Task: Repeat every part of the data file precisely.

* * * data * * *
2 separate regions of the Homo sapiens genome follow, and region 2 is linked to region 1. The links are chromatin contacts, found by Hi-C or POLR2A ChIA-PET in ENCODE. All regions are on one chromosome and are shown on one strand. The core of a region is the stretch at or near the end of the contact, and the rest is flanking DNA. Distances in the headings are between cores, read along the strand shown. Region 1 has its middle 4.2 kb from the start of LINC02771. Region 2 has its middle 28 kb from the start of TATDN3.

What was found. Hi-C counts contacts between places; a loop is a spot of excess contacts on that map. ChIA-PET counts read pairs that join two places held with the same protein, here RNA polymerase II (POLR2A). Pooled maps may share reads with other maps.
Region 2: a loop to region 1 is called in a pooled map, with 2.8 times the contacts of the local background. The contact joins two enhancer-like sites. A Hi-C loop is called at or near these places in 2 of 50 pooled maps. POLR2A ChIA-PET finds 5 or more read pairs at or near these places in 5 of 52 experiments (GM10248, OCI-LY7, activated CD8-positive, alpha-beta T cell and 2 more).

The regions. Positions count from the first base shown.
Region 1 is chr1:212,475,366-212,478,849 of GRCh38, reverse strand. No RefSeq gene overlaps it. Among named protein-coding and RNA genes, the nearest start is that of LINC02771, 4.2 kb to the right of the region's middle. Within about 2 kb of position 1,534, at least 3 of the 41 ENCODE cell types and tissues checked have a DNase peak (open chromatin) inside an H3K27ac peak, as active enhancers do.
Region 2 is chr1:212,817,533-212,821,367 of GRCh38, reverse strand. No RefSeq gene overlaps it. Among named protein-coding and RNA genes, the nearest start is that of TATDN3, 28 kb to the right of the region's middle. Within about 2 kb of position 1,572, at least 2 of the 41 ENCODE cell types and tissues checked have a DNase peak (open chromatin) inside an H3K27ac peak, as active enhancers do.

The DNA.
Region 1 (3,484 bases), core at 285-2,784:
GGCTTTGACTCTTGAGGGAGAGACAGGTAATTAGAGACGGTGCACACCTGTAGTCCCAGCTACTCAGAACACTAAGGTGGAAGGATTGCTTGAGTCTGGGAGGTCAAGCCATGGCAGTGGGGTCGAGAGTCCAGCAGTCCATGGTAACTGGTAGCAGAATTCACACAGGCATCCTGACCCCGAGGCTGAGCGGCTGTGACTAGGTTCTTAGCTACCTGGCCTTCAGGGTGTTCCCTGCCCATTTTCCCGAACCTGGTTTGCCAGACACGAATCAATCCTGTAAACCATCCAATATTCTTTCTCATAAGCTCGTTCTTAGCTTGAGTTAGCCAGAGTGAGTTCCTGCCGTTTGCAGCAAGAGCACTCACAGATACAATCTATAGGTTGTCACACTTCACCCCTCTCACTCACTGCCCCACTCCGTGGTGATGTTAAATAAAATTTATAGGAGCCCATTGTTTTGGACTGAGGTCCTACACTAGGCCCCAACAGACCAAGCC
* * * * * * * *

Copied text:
2 separate regions of the Homo sapiens genome follow, and region 2 is linked to region 1. The links are chromatin contacts, found by Hi-C or POLR2A ChIA-PET in ENCODE. All regions are on one chromosome and are shown on one strand. The core of a region is the stretch at or near the end of the contact, and the rest is flanking DNA. Distances in the headings are between cores, read along the strand shown. Region 1 has its middle 4.2 kb from the start of LINC02771. Region 2 has its middle 28 kb from the start of TATDN3.

What was found. Hi-C counts contacts between places; a loop is a spot of excess contacts on that map. ChIA-PET counts read pairs that join two places held with the same protein, here RNA polymerase II (POLR2A). Pooled maps may share reads with other maps.
Region 2: a loop to region 1 is called in a pooled map, with 2.8 times the contacts of the local background. The contact joins two enhancer-like sites. A Hi-C loop is called at or near these places in 2 of 50 pooled maps. POLR2A ChIA-PET finds 5 or more read pairs at or near these places in 5 of 52 experiments (GM10248, OCI-LY7, activated CD8-positive, alpha-beta T cell and 2 more).

The regions. Positions count from the first base shown.
Region 1 is chr1:212,475,366-212,478,849 of GRCh38, reverse strand. No RefSeq gene overlaps it. Among named protein-coding and RNA genes, the nearest start is that of LINC02771, 4.2 kb to the right of the region's middle. Within about 2 kb of position 1,534, at least 3 of the 41 ENCODE cell types and tissues checked have a DNase peak (open chromatin) inside an H3K27ac peak, as active enhancers do.
Region 2 is chr1:212,817,533-212,821,367 of GRCh38, reverse strand. No RefSeq gene overlaps it. Among named protein-coding and RNA genes, the nearest start is that of TATDN3, 28 kb to the right of the region's middle. Within about 2 kb of position 1,572, at least 2 of the 41 ENCODE cell types and tissues checked have a DNase peak (open chromatin) inside an H3K27ac peak, as active enhancers do.

The DNA.
Region 1 (3,484 bases), core at 285-2,784:
GGCTTTGACTCTTGAGGGAGAGACAGGTAATTAGAGACGGTGCACACCTGTAGTCCCAGCTACTCAGAACACTAAGGTGGAAGGATTGCTTGAGTCTGGGAGGTCAAGCCATGGCAGTGGGGTCGAGAGTCCAGCAGTCCATGGTAACTGGTAGCAGAATTCACACAGGCATCCTGACCCCGAGGCTGAGCGGCTGTGACTAGGTTCTTAGCTACCTGGCCTTCAGGGTGTTCCCTGCCCATTTTCCCGAACCTGGTTTGCCAGACACGAATCAATCCTGTAAACCATCCAATATTCTTTCTCATAAGCTCGTTCTTAGCTTGAGTTAGCCAGAGTGAGTTCCTGCCGTTTGCAGCAAGAGCACTCACAGATACAATCTATAGGTTGTCACACTTCACCCCTCTCACTCACTGCCCCACTCCGTGGTGATGTTAAATAAAATTTATAGGAGCCCATTGTTTTGGACTGAGGTCCTACACTAGGCCCCAACAGACCAAGCC